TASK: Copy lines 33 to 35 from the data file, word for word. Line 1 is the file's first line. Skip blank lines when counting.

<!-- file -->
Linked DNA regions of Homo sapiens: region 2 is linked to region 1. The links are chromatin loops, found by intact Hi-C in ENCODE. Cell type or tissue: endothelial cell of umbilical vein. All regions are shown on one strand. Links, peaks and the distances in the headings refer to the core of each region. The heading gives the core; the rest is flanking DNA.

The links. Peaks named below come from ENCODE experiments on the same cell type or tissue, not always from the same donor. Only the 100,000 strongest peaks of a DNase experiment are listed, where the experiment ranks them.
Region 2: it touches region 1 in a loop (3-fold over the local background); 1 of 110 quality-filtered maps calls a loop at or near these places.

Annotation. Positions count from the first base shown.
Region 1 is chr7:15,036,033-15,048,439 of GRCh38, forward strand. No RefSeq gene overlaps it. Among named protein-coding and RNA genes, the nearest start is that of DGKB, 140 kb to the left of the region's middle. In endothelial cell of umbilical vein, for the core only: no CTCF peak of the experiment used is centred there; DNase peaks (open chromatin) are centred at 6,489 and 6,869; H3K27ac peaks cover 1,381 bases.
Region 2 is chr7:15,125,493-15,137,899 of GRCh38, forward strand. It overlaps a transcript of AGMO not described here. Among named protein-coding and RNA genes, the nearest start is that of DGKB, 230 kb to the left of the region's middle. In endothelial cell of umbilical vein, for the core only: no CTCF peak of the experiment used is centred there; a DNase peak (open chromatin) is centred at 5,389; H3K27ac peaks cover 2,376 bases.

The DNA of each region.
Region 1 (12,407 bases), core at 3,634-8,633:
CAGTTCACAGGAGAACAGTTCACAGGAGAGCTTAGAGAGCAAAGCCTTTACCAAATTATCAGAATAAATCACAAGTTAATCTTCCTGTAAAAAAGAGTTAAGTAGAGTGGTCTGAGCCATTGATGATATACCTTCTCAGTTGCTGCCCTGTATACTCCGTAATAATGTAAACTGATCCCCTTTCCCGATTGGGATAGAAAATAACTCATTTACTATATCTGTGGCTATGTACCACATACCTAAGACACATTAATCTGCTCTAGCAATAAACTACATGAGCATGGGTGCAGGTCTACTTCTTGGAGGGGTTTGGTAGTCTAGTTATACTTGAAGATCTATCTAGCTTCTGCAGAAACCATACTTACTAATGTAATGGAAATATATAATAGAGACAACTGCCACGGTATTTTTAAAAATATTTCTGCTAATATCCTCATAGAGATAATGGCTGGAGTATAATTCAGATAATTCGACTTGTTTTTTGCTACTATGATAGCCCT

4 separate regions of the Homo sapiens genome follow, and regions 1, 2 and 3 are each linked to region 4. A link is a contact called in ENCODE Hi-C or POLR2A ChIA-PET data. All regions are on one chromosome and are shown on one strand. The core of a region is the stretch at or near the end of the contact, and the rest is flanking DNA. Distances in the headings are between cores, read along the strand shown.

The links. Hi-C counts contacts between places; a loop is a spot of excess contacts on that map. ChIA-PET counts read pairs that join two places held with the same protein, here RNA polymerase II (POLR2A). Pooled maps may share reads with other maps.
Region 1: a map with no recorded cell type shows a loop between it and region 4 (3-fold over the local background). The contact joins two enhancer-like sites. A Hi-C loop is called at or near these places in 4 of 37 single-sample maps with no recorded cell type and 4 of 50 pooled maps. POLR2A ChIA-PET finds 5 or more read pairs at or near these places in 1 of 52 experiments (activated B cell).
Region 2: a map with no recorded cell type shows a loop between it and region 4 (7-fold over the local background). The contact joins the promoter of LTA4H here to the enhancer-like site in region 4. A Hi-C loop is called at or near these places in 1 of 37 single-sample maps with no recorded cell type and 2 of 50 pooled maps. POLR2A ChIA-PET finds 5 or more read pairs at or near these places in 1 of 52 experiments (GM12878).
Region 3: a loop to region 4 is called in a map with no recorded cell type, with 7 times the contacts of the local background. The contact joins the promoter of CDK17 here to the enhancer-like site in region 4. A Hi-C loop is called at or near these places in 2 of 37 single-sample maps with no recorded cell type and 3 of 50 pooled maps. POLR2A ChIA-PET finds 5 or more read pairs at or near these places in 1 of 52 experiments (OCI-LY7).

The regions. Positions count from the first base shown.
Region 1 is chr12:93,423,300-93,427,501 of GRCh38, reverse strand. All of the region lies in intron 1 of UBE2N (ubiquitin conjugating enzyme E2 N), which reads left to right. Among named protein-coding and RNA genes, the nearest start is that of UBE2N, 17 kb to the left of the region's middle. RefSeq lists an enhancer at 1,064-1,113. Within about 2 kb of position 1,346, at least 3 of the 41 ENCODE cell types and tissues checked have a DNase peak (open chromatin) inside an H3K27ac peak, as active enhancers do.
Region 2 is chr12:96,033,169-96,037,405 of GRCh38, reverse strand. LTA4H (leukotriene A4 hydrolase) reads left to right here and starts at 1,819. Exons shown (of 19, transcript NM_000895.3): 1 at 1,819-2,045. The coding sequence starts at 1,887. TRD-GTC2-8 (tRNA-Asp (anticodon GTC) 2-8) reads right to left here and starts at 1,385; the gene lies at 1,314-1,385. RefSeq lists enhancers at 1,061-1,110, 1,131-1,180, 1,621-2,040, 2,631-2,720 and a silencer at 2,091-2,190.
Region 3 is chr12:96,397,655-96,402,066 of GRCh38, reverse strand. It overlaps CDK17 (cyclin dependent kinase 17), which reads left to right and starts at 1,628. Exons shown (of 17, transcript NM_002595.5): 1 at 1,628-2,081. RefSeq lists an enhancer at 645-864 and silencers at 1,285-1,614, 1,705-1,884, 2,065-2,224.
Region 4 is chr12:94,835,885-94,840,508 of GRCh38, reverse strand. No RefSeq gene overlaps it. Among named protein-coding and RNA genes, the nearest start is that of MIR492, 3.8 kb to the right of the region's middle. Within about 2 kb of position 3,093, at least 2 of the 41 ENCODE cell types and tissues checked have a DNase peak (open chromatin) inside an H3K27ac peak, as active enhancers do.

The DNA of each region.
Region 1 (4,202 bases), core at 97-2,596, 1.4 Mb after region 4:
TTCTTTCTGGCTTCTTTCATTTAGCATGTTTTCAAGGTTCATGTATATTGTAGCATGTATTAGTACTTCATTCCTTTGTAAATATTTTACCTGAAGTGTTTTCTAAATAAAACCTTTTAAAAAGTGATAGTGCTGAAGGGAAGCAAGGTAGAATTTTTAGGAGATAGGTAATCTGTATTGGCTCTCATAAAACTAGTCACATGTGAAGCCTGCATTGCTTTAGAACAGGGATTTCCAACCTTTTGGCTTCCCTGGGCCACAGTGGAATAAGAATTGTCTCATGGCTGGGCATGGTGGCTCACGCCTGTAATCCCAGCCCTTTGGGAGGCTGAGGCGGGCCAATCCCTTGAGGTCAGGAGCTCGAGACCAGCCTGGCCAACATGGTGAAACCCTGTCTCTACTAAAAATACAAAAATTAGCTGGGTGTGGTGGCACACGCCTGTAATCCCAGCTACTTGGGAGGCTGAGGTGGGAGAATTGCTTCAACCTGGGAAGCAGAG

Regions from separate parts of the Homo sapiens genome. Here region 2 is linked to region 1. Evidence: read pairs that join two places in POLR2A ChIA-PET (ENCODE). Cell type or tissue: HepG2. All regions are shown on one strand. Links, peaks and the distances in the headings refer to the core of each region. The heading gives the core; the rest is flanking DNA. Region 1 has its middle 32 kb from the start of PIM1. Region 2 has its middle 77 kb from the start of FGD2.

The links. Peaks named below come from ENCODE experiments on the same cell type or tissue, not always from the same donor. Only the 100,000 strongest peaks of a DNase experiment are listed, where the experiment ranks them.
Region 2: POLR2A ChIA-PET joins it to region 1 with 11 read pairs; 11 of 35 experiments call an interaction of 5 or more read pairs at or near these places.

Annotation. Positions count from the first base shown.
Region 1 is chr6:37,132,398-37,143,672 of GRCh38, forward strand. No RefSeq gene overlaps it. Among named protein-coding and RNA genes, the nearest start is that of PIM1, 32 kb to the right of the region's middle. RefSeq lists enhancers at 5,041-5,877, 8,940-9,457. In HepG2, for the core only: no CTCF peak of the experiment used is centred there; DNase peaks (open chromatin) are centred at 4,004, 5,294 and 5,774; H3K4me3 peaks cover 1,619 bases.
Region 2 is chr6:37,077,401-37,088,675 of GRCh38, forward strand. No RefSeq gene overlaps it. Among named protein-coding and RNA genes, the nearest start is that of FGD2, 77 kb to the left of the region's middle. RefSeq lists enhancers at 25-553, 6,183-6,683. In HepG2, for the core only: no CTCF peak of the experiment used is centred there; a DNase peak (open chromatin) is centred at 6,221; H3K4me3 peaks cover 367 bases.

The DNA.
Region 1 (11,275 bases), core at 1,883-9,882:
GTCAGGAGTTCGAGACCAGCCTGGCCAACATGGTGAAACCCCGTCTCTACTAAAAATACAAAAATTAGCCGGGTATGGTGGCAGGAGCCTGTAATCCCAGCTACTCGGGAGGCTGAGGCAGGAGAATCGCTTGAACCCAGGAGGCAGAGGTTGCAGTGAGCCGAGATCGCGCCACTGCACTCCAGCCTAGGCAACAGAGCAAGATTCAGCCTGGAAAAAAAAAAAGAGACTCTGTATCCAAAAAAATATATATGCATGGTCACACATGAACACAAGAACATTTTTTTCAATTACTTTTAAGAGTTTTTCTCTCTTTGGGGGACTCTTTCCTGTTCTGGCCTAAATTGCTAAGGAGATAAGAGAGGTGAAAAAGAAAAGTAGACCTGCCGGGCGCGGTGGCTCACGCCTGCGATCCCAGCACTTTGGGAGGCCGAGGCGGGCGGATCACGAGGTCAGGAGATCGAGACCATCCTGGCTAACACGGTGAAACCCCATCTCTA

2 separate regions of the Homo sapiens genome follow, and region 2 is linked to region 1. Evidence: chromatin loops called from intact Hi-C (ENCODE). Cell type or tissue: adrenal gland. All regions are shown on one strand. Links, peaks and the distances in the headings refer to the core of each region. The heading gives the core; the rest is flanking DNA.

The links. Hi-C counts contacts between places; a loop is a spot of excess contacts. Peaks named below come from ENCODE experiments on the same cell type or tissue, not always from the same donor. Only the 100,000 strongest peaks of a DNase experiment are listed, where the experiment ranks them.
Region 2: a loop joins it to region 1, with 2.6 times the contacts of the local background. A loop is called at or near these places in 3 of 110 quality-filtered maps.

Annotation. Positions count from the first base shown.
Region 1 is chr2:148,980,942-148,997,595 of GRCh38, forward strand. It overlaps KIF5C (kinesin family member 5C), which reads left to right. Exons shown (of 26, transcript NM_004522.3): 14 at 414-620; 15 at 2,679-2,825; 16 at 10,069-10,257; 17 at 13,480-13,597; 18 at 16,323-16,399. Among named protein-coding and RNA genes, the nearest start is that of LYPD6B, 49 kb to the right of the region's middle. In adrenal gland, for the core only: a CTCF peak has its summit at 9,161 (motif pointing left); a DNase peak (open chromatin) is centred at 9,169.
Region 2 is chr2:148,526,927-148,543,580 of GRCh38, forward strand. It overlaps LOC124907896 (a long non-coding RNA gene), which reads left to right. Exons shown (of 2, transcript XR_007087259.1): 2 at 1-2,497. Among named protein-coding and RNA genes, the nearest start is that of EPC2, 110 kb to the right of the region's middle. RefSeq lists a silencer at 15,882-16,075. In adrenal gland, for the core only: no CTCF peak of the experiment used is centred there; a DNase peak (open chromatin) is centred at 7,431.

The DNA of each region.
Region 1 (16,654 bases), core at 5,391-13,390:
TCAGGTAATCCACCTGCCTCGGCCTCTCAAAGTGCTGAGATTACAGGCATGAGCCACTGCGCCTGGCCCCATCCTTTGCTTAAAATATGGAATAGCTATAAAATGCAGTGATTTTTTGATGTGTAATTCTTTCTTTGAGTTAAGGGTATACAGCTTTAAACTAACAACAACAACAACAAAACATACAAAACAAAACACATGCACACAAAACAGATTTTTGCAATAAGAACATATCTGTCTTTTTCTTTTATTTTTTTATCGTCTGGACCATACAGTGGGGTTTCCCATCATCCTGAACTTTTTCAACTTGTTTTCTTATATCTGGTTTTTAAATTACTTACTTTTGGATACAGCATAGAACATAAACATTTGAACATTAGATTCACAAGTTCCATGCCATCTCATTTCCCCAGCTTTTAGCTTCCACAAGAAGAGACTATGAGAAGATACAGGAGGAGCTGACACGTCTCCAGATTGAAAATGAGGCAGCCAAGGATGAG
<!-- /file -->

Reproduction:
The links. Hi-C counts contacts between places; a loop is a spot of excess contacts. Peaks named below come from ENCODE experiments on the same cell type or tissue, not always from the same donor. Only the 100,000 strongest peaks of a DNase experiment are listed, where the experiment ranks them.
Region 2: a loop joins it to region 1, with 2.6 times the contacts of the local background. A loop is called at or near these places in 3 of 110 quality-filtered maps.

Annotation. Positions count from the first base shown.